I make it clear I do not offer clinical consultations but if you are a busy practitioner then how much time you are willing to offer will depend upon your own viewpoint as a business. It is good to have a range of help material loaded to your website as you can direct a client to this resource. If not use this site or some of the other sites that are run professionally. My site is updated regularly and monitored. The more information you provide, the more likely a patient will want to see you personally.
time invested is business created
How far you go will depend on the foot problem and your interest. Many call this probono. For the most part you will be considering the patient or correspondent as part of triage. It is important to say what limitations exist with the information provided. Ask only once for more information then terminate further correspondence if the correspondent is unhelpful or a poor historian. Always be professional and polite but firm. A common request comes from a person who is unhappy with another practitioner. If this is the case do not enter into dialogue or comment about another person. You do not know what went on and the information is unhelpful and offers a red flag for withdrawal.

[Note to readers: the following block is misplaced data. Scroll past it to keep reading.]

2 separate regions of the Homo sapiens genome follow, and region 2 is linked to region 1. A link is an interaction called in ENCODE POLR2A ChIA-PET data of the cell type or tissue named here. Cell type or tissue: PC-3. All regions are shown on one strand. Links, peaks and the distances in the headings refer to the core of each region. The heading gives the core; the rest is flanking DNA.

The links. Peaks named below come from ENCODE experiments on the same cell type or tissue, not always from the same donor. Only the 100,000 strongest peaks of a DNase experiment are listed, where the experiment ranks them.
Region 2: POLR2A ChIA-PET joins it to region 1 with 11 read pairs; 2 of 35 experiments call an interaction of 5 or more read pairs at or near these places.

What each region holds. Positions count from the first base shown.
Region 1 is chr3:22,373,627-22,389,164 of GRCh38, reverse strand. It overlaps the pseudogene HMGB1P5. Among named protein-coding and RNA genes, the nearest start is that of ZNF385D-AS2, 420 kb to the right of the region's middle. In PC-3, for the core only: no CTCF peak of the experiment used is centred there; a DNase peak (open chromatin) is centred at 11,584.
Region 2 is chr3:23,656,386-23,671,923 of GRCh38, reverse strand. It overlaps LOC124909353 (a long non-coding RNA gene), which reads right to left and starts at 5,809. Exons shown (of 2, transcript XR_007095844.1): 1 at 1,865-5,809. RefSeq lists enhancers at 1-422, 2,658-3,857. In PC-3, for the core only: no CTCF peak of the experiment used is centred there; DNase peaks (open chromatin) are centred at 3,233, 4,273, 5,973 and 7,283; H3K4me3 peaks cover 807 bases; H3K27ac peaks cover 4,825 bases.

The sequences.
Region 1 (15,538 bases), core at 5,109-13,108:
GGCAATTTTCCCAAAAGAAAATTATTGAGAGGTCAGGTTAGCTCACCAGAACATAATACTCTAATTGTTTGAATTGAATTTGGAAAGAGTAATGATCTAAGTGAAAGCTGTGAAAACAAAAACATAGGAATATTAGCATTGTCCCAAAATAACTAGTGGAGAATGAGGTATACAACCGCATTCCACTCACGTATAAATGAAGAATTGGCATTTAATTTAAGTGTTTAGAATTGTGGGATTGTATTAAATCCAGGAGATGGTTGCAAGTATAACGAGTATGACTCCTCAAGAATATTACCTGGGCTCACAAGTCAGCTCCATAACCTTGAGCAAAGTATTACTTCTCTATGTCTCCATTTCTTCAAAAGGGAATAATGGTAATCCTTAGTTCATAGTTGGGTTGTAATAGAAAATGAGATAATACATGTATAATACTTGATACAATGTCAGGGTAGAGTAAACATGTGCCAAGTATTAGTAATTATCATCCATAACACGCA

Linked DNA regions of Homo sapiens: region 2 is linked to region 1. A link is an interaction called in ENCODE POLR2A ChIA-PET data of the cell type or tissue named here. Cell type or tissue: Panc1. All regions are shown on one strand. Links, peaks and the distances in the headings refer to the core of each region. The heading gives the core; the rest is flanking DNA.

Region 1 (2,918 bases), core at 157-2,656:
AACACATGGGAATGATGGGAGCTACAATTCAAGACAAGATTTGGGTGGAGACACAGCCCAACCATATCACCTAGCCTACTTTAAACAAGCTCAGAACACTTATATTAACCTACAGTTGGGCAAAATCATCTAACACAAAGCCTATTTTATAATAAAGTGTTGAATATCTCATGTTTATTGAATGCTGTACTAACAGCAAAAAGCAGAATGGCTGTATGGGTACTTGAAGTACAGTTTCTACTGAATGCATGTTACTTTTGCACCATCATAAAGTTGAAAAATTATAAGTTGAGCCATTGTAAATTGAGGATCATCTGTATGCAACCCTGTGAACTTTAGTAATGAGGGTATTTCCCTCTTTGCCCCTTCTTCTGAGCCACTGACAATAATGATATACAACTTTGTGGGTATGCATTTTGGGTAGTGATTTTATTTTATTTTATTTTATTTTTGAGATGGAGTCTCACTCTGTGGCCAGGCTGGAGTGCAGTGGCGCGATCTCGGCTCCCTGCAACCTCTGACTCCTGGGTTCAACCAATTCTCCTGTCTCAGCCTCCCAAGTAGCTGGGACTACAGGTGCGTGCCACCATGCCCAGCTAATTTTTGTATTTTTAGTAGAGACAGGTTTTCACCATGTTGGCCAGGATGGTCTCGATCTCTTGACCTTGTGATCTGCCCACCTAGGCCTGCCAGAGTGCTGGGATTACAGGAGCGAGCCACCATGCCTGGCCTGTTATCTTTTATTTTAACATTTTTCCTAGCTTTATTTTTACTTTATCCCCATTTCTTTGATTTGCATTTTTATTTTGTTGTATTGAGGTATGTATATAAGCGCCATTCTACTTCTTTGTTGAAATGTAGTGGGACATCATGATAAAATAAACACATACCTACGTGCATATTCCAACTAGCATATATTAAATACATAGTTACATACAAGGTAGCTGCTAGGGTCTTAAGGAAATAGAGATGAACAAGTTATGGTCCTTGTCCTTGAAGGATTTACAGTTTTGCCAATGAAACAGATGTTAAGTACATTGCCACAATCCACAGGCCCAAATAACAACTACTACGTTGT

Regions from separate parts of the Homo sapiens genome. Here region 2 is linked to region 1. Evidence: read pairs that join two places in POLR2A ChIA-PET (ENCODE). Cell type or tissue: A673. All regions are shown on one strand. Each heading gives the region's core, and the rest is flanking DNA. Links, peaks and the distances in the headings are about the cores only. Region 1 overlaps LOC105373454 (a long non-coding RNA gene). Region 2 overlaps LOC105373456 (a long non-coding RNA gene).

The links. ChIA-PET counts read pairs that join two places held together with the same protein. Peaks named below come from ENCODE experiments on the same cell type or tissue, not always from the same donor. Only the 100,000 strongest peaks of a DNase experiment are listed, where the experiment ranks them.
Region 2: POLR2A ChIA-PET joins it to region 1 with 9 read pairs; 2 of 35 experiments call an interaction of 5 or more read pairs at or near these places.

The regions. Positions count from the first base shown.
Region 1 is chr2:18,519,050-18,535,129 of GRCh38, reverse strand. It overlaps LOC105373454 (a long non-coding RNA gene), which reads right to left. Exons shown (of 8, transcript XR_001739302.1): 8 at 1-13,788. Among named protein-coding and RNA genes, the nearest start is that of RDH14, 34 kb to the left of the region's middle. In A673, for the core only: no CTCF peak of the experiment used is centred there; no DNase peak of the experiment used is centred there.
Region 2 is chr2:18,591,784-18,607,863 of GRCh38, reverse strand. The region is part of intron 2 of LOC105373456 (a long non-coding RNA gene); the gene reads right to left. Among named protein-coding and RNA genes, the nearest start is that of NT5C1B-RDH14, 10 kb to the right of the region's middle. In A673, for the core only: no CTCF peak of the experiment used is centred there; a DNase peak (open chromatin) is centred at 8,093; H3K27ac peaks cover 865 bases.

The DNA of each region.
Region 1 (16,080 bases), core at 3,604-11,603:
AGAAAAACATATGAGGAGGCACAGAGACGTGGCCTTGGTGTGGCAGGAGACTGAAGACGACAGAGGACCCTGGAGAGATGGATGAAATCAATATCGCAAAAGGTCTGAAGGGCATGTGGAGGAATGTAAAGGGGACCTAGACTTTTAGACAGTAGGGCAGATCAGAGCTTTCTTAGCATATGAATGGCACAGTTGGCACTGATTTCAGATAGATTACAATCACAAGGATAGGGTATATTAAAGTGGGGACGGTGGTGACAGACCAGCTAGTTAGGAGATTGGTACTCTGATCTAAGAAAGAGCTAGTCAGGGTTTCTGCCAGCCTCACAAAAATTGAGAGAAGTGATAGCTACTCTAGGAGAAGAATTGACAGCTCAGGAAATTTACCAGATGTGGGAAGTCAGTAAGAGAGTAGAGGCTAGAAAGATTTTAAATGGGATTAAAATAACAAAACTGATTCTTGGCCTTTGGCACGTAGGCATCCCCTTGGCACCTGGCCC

Many foot conditions are so complex that it is not possible to provide meaningful assistance and you can invite the correspondent to make an appointment or see their own GP where in the UK advice is free. Do not seek to promote business unfairly. Trolling is common and any such correspondence should be rejected without a reply and entered into spam.
Don’t miss my second article planned covering on-line consultations this Spring
Thanks for reading ‘Giving advice on-line as a podiatrist’ by David R Tollafield
Published by Busypencilcase Reflective Communications Est. 2015 for ConsultingFootPain